One thing I like about this holiday is that it doesn't have to be "over the top" like many of the celebrations in December.  Kids learn to appreciate little treats like clementines and foil-wrapped chocolate coins!  My kids know that the holiday isn't about the gifts they will receive, but rather about remembering a saint who played an important role in Christian history.  They both enjoy learning about other countries and customs so this holiday is a treat for them.

This year, we are going to attend the St. Nicholas celebration at Catechesis of the Good Shepherd atrium. One of the male parishioners always dresses up as St. Nicholas and the kids learn the nomenclature for the pieces of clothing that a bishop wears.  They realize St. Nicholas is a parishioner, and not some unknown person who appears out of nowhere.

Yet there is still something magical about the celebration for them. You can see it in their eyes, as he calls each of them to the front of the room and talks to them about their behavior over the past year.  He might gently reprimand "Johnny" for pulling the cat's tail, but then will compliment him on the great way he shares with his little sister. After his personalized pep talk with each child, he hands them a small fabric bag filled with the traditional treats, plus perhaps a St. Nicholas prayer card or ornament.

If you have ever watched the movie "Hans Brinker and the Silver Skates," you see a similar scene with Sinter Klaas at a party in Holland.  (Incidentally, that would be a great movie to watch on December 6!  Your library might have it or you can purchase it online from Amazon.  See the notes and links at the end of this article.)

If you have never celebrated St. Nicholas Day before, why not try to incorporate it into your holiday season?  As I mentioned in Monday's blog entry, you don't need to do alot to make these Advent celebrations special. Kids enjoy even the smallest touches, like serving Dutch Pepernoten cookies (find the recipe here on the St. Nicholas Center website) or reading a book about St. Nicholas on the eve of his feast day. (Your library will probably have at least one book on this saint, or you can download stories from the internet.)  Of course, stock up on clementines and chocolate coins to add to those shoes, which the kids should place outside their room doors on December 5!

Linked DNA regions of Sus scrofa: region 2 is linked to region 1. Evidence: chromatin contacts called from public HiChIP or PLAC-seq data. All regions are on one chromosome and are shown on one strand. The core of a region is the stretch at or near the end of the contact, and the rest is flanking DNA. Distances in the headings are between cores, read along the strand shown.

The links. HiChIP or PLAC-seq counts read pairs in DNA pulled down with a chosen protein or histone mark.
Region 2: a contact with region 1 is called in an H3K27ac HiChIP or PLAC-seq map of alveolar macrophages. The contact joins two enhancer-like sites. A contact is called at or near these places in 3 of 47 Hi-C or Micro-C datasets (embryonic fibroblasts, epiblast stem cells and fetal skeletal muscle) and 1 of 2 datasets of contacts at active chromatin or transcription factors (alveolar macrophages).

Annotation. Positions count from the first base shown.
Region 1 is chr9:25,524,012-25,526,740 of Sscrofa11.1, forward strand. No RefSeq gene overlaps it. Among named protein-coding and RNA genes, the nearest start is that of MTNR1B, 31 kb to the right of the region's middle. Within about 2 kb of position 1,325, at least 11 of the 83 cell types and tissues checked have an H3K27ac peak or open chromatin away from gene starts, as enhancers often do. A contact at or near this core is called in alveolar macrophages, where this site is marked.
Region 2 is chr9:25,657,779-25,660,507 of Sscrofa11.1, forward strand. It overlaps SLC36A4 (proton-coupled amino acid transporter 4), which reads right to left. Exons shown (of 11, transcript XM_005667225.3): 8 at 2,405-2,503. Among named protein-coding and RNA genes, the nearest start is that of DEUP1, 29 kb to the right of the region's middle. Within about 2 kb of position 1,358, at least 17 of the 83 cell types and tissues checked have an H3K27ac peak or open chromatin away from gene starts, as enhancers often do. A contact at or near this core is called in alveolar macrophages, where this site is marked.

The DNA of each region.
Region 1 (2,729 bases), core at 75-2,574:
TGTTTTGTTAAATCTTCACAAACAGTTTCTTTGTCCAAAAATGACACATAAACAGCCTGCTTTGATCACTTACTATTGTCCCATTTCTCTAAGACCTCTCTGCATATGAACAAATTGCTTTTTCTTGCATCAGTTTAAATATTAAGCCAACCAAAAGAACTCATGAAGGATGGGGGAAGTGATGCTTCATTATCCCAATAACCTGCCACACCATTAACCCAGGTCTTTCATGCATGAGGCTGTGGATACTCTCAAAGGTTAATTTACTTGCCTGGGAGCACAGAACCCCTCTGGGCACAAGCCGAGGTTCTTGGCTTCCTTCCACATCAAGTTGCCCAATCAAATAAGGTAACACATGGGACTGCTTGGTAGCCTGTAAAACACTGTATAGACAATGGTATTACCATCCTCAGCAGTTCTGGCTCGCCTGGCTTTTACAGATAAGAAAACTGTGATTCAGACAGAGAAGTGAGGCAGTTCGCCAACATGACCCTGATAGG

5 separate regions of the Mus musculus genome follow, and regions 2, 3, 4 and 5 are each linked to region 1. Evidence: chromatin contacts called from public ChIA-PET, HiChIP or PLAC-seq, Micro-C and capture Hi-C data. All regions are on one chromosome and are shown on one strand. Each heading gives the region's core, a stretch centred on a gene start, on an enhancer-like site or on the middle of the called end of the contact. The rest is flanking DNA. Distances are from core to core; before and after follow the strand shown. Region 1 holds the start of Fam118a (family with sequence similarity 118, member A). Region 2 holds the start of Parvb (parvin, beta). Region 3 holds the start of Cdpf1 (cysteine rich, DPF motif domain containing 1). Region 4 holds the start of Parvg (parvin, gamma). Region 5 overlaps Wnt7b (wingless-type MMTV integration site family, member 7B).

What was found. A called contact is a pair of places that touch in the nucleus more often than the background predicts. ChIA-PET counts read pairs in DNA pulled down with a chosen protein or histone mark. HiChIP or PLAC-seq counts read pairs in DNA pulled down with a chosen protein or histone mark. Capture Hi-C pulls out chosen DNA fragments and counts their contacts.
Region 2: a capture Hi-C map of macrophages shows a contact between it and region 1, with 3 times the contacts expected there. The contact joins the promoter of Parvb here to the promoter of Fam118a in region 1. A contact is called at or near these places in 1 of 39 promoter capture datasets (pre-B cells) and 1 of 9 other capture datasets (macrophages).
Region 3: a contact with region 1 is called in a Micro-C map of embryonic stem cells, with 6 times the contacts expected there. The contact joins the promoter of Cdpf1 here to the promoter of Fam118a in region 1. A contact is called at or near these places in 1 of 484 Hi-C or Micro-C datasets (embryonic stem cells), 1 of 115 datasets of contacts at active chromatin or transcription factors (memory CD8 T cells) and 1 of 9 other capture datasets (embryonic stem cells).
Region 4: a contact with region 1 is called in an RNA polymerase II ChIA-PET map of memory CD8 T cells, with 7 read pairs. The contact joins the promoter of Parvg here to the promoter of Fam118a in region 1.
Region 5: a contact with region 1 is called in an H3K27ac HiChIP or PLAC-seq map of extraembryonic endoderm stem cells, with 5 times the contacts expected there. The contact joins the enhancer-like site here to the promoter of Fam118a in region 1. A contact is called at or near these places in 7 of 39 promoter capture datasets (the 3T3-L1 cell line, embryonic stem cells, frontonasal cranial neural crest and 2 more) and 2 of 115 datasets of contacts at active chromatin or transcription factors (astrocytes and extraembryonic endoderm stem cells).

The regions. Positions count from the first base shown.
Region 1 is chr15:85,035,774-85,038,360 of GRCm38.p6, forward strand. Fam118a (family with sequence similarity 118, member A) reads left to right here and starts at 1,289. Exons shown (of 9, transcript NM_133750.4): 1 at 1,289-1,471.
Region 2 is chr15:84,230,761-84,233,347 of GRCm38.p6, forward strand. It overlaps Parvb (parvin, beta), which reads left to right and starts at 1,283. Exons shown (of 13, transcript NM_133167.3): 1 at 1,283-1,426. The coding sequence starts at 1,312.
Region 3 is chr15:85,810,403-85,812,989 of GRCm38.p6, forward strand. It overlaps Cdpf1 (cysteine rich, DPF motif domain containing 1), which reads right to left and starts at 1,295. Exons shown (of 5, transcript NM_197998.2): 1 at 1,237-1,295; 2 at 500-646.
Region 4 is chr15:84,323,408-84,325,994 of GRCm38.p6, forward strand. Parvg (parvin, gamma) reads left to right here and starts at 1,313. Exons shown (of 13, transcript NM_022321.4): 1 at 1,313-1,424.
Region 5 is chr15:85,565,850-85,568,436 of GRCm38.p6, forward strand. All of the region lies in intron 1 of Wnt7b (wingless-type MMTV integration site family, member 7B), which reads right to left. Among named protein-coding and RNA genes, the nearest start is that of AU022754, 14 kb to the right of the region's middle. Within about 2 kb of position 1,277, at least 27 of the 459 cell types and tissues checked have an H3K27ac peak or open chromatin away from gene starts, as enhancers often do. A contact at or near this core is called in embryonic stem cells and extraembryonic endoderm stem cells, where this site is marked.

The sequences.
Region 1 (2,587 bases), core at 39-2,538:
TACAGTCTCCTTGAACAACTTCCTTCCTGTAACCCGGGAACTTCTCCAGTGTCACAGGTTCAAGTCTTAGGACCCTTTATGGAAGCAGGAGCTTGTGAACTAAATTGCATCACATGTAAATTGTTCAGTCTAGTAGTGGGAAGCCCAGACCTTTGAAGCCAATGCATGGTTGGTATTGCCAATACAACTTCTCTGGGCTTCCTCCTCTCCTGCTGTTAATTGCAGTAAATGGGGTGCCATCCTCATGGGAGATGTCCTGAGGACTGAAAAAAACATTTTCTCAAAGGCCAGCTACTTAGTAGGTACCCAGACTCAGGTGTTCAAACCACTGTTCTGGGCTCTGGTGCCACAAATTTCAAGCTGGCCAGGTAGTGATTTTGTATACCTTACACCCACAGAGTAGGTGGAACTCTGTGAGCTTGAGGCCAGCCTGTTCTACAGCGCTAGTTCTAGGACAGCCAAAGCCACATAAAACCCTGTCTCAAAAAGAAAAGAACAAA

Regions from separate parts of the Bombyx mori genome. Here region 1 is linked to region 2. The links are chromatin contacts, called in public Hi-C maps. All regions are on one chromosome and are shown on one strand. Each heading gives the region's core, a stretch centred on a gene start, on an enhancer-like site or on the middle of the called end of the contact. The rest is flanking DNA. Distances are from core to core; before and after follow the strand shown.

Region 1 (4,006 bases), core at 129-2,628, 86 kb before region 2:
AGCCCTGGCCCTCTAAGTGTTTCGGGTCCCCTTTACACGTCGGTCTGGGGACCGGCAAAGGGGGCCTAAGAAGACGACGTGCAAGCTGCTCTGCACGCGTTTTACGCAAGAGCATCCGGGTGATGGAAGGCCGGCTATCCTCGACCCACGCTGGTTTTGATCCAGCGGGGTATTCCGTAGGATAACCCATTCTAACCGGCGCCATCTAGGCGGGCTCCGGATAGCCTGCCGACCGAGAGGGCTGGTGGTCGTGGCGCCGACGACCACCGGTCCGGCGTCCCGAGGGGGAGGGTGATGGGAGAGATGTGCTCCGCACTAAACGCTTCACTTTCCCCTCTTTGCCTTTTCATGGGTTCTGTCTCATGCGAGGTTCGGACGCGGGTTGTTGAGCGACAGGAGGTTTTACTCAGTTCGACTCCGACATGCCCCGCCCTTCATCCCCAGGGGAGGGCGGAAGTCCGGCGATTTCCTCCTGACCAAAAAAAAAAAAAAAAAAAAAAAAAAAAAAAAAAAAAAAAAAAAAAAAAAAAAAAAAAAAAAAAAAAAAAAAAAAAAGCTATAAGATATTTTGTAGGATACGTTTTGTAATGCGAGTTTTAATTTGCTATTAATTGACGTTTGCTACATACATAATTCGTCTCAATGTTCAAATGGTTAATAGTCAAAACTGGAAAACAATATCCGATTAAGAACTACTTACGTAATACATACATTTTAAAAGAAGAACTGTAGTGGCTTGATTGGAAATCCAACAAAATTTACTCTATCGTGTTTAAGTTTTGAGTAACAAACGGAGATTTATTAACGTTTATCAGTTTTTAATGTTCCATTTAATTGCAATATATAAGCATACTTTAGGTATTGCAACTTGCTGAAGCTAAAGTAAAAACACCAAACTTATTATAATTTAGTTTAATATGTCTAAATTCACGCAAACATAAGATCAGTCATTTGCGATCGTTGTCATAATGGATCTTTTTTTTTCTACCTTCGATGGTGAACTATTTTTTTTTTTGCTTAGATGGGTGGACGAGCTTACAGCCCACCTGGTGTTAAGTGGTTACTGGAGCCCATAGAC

Perhaps you could find a church, school, or public activity in your area where St. Nicholas appears. The St. Nicholas Center keeps a list of  St. Nicholas appearances and activities by country.  Although it is not comprehensive, it may give you some ideas.  Search through their listed activities by clicking here to go to the St. Nicholas Center website.

I will be sharing another great movie for St. Nicholas Day this evening, so please bookmark this blog and come back later today!

About the "Hans Brinker" movie:
There are four versions of this movie.  Two of them are easiest to locate: one is a 1962 Disney-produced film with Rony Zeaner and Carin Rossby.  The other is a 1969 musical made for NBC TV with Eleanor Park and Richard Basehart.  I have both films and they are good, although I prefer the second version a bit more.  It  isn't as "Disneysque" and, I think, better portrays the difficulties of  the Brinker family after their father suffers a head injury. It isn't as commercialized and may seem a bit hokey by today's standards, but it does take you back to 19th century Holland. However, both films have their merits, which is why our family library includes each version!  You can find out more about the films by clicking on this Amazon link:  Hans Brinker or the Silver Skates